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India User Conferences and Operational Costs

by Hu Yoshida on Feb 7, 2009

This past week I was in India speaking at user conferences in Bangalore and Mumbai and meeting with our customers and partners. Our country manager Natarajan Viswanathan has been doing a fantastic job in growing our business there.

This was the first time for me to visit Electronic City in Bangalore. There I was able to meet with Mr. Shivshankar, vice president of the Infosys Information Systems group and tour their state of the art campus. I was also given a tour of their Network Operations Center which supports our IT help desk.

The topics that are of the most interest there is the cost of storage and disaster recovery in view of recent natural disasters and the terrorist attacks of 26 November in Mumbai. I had the pleasure of meeting Mr. Anil Jaggia, the CIO of HDFC bank who happened to be an eye witness to both the events of 9/11 in New York and 26/11 in Mumbai. You can be sure that HDFC is clearly committed to security and disaster recovery.

While the economy is a concern here, the impact does not seem to be as severe as in the rest of the world due to the conservatism of their financial system and the consumer demands of a large emerging middle class. There is still a very keen interest in reducing storage costs and increasing the efficiency of IT operations.

One of the misconceptions in countries like India and China is that operational costs are lower due to the lower labor costs of FTEs (Full Time Employees). This is no longer true. Today operational costs are more about the cost of time than the cost of people.

In the past, there was a lot more dependence on people costs in running operations – mounting tapes and disks packs, bursting jobs off the printer, and managing run sheets for batch jobs. Prior to SAN’s when storage was direct attached, you could spread the job of provisioning and managing storage to each server. Today, these tasks have been automated or networked in such a way that adding more people to an operational task does not help to complete it any sooner. The cost of migrating TBs of data from one storage frame to another is gated by the time to transfer each byte; the time, when and for how long, the  applications can be suspended for that transfer; and the timing around warranty, licensing, and lease expiration costs. Adding more people to do the migration will not significantly reduce the time or the cost of data migration.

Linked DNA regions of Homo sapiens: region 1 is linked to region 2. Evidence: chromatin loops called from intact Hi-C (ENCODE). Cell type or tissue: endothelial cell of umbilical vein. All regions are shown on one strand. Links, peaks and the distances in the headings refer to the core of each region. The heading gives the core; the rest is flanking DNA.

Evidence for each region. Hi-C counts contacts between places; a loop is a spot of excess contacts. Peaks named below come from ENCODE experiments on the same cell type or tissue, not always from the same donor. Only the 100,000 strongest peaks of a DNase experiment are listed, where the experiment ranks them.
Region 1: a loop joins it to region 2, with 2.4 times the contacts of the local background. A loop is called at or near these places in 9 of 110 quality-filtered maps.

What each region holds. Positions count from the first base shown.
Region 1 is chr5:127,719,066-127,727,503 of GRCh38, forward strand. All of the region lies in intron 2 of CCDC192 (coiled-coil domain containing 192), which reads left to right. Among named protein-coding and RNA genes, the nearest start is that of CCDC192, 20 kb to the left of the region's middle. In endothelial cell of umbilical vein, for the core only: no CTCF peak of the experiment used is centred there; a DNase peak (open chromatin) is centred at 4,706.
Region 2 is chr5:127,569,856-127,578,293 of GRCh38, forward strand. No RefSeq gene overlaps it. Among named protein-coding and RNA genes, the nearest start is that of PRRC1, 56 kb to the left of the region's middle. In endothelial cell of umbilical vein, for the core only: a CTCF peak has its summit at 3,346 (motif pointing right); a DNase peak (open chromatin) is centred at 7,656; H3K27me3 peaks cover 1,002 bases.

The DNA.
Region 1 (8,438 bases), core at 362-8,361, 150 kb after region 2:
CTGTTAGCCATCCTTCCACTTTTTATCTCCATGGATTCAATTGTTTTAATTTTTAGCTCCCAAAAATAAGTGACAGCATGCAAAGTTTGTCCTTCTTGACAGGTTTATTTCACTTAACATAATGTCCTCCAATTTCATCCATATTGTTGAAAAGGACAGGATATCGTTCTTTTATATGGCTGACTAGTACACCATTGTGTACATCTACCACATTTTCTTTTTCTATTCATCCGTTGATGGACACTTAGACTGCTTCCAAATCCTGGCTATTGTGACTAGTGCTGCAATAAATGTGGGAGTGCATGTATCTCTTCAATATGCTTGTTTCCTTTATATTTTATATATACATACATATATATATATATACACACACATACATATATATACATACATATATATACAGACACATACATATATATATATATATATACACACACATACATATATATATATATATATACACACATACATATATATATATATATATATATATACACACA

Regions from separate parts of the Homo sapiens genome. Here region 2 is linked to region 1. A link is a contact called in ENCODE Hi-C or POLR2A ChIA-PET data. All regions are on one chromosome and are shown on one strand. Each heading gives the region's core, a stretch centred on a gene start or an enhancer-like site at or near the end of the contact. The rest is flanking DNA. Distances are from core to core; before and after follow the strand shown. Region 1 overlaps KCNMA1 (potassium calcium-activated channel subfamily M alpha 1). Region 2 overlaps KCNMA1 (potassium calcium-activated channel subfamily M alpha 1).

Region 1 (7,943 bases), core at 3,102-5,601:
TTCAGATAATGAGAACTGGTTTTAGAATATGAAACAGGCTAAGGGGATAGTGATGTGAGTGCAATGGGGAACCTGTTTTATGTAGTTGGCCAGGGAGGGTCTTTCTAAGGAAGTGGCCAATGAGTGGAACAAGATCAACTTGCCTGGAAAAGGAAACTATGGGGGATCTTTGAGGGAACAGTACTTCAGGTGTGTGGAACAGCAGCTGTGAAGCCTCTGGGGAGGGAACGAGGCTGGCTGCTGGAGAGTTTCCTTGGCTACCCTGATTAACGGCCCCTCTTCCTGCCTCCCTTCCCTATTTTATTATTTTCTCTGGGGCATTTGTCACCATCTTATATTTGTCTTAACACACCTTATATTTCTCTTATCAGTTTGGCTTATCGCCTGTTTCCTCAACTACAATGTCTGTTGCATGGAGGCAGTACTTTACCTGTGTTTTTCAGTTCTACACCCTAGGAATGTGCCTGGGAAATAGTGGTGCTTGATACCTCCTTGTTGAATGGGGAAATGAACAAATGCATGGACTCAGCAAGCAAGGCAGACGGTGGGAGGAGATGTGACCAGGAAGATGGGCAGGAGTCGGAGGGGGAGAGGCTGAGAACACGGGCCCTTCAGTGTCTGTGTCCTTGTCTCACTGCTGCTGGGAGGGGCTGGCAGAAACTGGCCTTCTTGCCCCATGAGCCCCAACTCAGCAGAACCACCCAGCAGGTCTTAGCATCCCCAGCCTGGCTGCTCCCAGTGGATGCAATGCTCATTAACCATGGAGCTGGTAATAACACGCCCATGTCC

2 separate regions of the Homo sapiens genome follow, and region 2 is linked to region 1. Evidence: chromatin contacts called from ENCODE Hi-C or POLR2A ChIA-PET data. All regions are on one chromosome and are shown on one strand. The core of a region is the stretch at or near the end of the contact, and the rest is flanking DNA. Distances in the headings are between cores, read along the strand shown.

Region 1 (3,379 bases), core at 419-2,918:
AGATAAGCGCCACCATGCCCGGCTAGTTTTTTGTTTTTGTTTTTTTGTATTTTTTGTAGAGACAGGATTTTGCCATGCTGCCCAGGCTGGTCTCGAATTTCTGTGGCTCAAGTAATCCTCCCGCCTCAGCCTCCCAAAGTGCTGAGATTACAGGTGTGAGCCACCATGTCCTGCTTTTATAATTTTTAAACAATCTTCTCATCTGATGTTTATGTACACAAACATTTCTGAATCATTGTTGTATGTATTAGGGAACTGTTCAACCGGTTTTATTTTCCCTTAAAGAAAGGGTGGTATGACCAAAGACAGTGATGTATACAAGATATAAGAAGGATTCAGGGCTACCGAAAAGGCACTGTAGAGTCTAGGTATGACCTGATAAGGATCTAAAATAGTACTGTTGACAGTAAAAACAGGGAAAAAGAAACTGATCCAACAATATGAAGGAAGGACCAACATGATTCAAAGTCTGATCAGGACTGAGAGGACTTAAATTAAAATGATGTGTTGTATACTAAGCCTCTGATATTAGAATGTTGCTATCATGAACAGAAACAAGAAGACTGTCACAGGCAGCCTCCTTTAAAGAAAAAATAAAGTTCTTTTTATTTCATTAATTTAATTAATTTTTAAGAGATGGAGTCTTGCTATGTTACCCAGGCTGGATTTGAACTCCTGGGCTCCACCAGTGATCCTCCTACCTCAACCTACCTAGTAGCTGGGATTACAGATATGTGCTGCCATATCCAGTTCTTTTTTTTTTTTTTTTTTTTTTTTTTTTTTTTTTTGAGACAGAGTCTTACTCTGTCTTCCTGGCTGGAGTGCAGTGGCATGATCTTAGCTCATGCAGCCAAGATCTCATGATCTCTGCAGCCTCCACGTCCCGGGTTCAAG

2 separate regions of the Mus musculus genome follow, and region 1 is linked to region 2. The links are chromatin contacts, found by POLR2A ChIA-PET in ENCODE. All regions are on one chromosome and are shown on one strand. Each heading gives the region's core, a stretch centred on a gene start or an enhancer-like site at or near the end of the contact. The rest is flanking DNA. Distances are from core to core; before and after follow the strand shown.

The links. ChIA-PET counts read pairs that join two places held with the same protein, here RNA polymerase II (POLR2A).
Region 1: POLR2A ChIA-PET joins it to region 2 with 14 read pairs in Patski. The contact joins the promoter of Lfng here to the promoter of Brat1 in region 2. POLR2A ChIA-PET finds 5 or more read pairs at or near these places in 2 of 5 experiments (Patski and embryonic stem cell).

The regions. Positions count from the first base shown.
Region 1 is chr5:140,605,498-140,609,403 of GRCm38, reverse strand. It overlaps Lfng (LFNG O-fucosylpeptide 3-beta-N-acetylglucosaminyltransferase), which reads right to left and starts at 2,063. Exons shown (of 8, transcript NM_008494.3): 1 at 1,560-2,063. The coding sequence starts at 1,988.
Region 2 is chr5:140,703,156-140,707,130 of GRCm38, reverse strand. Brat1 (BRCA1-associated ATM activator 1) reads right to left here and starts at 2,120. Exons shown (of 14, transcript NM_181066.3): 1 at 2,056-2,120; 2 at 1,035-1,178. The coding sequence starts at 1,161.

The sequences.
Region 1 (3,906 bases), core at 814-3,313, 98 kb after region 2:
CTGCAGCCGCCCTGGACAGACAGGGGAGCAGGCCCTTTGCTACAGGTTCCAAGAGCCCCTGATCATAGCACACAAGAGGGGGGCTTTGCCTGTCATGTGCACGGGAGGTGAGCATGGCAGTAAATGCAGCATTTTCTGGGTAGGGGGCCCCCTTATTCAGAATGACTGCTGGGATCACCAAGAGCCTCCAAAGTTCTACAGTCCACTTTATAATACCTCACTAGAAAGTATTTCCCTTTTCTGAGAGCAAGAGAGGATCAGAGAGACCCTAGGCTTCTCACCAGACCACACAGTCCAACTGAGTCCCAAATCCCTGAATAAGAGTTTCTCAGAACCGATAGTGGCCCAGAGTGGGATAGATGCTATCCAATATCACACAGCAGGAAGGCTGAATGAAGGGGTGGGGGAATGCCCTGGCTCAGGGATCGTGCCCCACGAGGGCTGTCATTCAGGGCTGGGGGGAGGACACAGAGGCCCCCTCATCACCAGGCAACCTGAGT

In fact operational costs in some verticals may be higher in places like India and China. Having had banking experience in New York and Mumbai, Mr. Jaggia explained to me that the difference between banking transactions in India and in America is in the value and cost of a transaction. For instance the average deposit in a rural area of India may be $100, while in the US it may be $1000. The same operational procedures are required to serve the $100 deposit as it takes to serve the $1000 deposit. Therefore the operations cost to service a million dollars of total deposits may be more than 10 times the cost in the US while the hardware costs for storage may be the same.

Globally, the focus of storage economics needs to be on the reduction of operational costs and the technologies to address it like virtualization and dynamic provisioning 

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Comments (1)

David Merrill on 09 Feb 2009 at 11:32 am


Your observations are correct. The cost of acquisition, or labor, or time to provision are all dependant on the region, business area, value of data etc. It is impossible to generalize on the TCO elements, which is higher, lower, or even which ones are relevant on a global scale. That is why every time I work with an IT planner or architect we have to sit down and look at their total costs (from the baseline of 33 options) and then prioritize and provide quantitative measurements around those costs. Only then can we map the benefits of virtualization, dynamic tiering, de-dupe etc. to help them plan on reducing THEIR total costs.

Your comments about time vs. labor are also compelling. In the area of provisioning, there is less interest in the hours required to provision capacity compared with the wall-clock time the busienss or applications group have to wait for the capacity to be presented to the hosts. For many customers, this wait time can be measured in weeks, even months. With advanced, dynamic and flexible storage architectures (with or without a utility framework), this can be measured in hours. You may be aware of a european client that have put the provisioning task to an automated solution where the apps provision themselves. Now the time to wait is directly impacted, and that part of the TCO approaches zero.

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